The three factors of situations, people and ideas are always present but they are also always subject to change and flux. Moreover a change in one factor is likely to influence the other two. Try out the next activity as another thought experiment.

Activity 4 Consultant using tools for managing change

A young relative has just set up her own small business and is hitting all sorts of practical problems with money and people. She writes to you listing examples of the sorts of issues she is having with the business. She asks you if you have any general, life-skill advice about dealing with problems – perhaps some sort of 1, 2, 3 checklist?

  • a.What would your checklist have on it?
  • b.How useful do you think a general checklist would be? Would it be really just a matter of spending years learning about each of the innumerable different kinds of things that can happen? What is the relative importance of sound general principles as compared with local, detailed, specific knowledge?

Apart from illustrating how difficult it can be to sometimes appreciate the perspective of other stakeholders involved in a messy situation, Activities 3 and 4 illustrate the interdependencies between the three factors. Any change in one factor is likely to effect changes in the other two.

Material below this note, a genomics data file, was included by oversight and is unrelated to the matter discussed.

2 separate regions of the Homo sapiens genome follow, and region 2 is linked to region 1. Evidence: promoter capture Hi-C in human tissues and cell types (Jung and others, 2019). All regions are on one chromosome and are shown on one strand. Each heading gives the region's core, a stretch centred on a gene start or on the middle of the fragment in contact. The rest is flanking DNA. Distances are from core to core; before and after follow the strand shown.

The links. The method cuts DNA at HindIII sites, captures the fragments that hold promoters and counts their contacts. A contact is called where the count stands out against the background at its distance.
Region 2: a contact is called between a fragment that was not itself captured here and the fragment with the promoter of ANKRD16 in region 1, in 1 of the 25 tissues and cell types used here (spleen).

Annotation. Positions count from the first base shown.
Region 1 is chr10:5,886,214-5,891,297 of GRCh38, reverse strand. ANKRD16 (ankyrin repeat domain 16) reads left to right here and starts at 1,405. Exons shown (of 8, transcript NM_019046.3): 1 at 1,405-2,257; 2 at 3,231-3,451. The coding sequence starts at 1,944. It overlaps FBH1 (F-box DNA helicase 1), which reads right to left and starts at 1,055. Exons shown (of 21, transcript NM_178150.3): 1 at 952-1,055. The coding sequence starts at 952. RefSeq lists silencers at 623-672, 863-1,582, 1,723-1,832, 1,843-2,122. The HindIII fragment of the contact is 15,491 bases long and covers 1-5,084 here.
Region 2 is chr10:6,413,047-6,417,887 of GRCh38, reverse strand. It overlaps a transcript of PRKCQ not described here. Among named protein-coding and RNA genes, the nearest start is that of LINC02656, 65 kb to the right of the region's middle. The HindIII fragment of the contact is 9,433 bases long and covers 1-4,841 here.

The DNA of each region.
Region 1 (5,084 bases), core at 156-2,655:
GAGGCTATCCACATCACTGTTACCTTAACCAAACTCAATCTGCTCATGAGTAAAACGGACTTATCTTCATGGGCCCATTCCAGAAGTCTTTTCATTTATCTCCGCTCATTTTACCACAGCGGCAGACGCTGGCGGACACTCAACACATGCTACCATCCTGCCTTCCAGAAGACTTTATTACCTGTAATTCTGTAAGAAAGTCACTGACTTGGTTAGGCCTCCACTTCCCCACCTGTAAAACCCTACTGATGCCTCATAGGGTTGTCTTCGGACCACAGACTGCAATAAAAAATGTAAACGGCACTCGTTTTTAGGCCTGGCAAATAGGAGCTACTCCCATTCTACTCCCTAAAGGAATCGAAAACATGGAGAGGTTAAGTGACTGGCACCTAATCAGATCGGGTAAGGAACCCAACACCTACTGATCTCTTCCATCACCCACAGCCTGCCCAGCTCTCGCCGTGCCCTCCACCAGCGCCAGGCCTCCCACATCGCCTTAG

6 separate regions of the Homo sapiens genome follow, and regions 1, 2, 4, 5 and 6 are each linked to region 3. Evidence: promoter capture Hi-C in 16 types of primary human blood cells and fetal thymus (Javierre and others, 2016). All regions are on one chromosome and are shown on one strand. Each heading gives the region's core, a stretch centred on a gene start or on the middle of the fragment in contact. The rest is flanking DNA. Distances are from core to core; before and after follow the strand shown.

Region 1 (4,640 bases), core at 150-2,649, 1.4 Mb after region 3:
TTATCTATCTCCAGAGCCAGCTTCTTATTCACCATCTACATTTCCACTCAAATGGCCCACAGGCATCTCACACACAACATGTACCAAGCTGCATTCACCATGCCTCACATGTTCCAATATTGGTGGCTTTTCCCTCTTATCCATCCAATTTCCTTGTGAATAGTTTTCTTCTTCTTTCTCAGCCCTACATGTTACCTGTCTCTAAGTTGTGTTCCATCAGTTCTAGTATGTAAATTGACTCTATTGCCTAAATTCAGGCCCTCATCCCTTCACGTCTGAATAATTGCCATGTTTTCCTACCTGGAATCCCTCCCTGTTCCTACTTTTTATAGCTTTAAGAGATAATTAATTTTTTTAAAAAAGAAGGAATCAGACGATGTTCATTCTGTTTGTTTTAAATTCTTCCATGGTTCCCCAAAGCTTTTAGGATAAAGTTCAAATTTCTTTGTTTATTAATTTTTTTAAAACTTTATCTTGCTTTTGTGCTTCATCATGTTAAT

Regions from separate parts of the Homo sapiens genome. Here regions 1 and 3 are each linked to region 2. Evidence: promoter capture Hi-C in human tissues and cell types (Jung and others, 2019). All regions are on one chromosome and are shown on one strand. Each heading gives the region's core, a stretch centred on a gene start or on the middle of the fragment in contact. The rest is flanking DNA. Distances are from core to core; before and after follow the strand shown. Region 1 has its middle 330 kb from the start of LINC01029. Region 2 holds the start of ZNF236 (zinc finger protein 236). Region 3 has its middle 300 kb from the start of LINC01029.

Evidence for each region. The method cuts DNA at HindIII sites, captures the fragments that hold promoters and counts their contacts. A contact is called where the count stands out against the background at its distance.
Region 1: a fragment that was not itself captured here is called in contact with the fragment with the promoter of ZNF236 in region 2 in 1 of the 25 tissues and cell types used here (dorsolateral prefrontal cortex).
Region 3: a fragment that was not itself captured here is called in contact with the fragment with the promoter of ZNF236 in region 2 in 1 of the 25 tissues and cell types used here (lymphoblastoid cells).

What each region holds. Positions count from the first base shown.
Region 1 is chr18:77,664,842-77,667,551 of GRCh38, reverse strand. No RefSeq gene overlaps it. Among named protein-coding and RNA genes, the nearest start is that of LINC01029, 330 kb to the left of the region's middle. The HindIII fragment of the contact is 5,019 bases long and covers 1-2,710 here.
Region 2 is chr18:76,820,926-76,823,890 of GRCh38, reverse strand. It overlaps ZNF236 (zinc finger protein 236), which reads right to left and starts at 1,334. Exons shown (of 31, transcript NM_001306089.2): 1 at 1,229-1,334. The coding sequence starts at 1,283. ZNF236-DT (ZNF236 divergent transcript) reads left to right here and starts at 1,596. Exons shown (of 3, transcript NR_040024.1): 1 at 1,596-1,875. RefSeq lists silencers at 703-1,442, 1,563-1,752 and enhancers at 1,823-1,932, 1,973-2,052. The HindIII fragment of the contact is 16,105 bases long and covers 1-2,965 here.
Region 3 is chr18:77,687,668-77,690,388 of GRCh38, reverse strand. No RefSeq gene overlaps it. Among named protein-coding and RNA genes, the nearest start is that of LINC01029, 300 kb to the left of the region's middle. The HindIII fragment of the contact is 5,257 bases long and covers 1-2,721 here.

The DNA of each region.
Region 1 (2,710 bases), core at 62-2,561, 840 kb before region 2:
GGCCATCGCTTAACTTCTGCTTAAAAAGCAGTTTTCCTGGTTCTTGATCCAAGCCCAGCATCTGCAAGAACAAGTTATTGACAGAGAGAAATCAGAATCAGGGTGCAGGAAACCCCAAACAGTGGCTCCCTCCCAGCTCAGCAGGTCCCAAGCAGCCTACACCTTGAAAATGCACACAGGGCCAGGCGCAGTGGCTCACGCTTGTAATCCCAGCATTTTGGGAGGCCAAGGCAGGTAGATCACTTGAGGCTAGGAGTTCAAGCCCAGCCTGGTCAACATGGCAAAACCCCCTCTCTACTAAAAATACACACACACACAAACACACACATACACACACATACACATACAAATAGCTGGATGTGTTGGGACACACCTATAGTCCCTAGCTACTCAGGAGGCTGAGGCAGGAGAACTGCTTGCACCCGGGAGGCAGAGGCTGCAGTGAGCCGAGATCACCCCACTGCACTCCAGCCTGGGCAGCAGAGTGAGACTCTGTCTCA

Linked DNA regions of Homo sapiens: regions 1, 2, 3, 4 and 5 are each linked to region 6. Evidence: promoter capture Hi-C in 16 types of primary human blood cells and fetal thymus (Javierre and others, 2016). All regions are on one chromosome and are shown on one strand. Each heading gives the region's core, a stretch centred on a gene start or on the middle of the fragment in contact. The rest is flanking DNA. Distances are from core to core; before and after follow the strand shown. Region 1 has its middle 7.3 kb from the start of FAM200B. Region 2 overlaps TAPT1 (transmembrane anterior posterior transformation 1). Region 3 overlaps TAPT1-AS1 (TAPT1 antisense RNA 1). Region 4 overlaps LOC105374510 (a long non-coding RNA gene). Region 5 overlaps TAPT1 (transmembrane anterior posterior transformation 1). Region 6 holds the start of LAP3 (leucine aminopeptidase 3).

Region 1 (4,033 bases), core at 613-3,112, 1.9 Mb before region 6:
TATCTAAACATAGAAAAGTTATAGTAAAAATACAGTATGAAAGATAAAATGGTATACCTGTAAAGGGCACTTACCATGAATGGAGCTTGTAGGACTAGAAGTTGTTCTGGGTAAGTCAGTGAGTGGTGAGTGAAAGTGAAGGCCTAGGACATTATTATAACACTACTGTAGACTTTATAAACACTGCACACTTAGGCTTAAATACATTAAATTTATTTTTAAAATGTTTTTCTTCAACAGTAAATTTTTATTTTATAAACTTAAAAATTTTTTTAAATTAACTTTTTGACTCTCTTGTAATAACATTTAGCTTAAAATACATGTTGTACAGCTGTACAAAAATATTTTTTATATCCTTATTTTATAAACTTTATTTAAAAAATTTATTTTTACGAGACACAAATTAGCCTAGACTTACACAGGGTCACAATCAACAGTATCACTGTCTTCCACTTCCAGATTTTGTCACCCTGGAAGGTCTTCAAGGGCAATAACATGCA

In Activity 4 an important question is raised regarding how much the tools available might become a hindrance rather than a source of support. Some guidelines for action might be appropriate in one context but perhaps be less appropriate in another. For example, having a procedure of inclusive participation involving multiple viewpoints on decisions might be worthy with respect to, say, funding of alternative energy supplies, but less worthy with respect to piloting a plane in a crisis situation, or in persuading your child not to harm the neighbour’s pet dog.

The aim of Activities 3 and 4 is to illustrate the relationship between a perceived problem situation and the means of making change. The identified problem situation is paramount because it leads on to deciding who might be responsible for, or otherwise involved in, the situation. That decision influences how the problem might be solved and what ideas or tools might be used to change the situation.

To summarise, the influence diagram in Figure 2 illustrates the relationships between the three factors of any human endeavour to make strategy:

  • situation – comprising the arena of change and real-world complexities
  • practitioners – people effecting change in the situation
  • ideas – conceptual constructs developed by people for effecting change.

I use the word practitioner here as a more focused term for people involved with managing change. I call the interrelationship between these three factors strategy making.